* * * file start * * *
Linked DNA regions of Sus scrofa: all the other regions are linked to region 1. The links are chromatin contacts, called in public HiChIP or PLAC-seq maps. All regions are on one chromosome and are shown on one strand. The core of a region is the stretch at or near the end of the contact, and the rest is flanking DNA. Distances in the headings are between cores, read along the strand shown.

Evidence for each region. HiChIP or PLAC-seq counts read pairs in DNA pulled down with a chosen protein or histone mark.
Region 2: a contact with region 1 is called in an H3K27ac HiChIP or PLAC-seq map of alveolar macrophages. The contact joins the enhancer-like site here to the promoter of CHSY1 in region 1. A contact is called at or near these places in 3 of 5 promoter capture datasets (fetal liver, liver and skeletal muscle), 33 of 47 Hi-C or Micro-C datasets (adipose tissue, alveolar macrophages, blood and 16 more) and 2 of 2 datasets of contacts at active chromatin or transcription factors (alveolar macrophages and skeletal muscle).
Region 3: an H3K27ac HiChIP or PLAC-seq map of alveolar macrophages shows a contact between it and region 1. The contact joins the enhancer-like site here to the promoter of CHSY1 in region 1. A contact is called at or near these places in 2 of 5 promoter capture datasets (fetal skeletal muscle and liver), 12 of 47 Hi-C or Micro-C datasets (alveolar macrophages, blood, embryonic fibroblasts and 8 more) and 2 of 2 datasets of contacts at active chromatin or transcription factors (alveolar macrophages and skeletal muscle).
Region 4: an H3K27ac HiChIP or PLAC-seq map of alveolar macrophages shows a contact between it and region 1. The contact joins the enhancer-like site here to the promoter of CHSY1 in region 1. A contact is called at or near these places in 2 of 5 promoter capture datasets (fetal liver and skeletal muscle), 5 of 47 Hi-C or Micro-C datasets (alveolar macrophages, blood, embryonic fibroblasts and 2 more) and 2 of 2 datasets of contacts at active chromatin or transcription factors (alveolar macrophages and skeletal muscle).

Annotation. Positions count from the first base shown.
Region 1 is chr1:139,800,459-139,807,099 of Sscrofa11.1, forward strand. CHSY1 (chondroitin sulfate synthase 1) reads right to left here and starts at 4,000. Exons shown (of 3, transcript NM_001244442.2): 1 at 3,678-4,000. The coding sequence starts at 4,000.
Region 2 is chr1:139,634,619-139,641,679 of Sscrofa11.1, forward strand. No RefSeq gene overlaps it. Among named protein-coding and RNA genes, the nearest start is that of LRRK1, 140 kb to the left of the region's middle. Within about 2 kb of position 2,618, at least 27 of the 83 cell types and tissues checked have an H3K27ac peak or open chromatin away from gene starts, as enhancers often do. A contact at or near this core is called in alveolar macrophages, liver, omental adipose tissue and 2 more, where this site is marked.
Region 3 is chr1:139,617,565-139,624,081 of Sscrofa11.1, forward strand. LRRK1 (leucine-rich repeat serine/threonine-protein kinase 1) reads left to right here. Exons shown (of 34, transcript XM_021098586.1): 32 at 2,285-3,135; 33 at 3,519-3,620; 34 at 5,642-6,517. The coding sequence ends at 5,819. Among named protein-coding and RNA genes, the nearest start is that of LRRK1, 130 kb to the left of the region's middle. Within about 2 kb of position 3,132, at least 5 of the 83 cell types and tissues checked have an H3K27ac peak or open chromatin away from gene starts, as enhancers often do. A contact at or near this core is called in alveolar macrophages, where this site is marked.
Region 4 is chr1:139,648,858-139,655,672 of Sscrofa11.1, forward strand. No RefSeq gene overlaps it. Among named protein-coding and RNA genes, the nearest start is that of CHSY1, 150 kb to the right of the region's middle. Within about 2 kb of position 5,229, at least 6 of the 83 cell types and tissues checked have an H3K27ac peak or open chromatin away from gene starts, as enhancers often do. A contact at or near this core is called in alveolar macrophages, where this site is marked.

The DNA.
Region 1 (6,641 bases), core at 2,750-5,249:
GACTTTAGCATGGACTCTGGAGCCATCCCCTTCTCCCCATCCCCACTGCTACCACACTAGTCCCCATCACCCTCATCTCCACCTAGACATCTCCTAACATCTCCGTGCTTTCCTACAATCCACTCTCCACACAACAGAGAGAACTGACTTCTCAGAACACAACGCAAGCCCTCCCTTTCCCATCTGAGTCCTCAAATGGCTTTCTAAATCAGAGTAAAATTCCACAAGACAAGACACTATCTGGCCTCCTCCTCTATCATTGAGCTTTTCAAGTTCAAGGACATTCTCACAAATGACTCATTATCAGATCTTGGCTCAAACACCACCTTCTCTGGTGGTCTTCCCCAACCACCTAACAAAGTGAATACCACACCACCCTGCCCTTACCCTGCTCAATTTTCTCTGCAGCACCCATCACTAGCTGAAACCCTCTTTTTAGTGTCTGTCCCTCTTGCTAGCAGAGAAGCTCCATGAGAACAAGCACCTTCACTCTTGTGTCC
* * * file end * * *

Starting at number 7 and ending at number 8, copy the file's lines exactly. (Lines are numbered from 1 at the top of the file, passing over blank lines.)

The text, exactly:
Region 1 is chr1:139,800,459-139,807,099 of Sscrofa11.1, forward strand. CHSY1 (chondroitin sulfate synthase 1) reads right to left here and starts at 4,000. Exons shown (of 3, transcript NM_001244442.2): 1 at 3,678-4,000. The coding sequence starts at 4,000.
Region 2 is chr1:139,634,619-139,641,679 of Sscrofa11.1, forward strand. No RefSeq gene overlaps it. Among named protein-coding and RNA genes, the nearest start is that of LRRK1, 140 kb to the left of the region's middle. Within about 2 kb of position 2,618, at least 27 of the 83 cell types and tissues checked have an H3K27ac peak or open chromatin away from gene starts, as enhancers often do. A contact at or near this core is called in alveolar macrophages, liver, omental adipose tissue and 2 more, where this site is marked.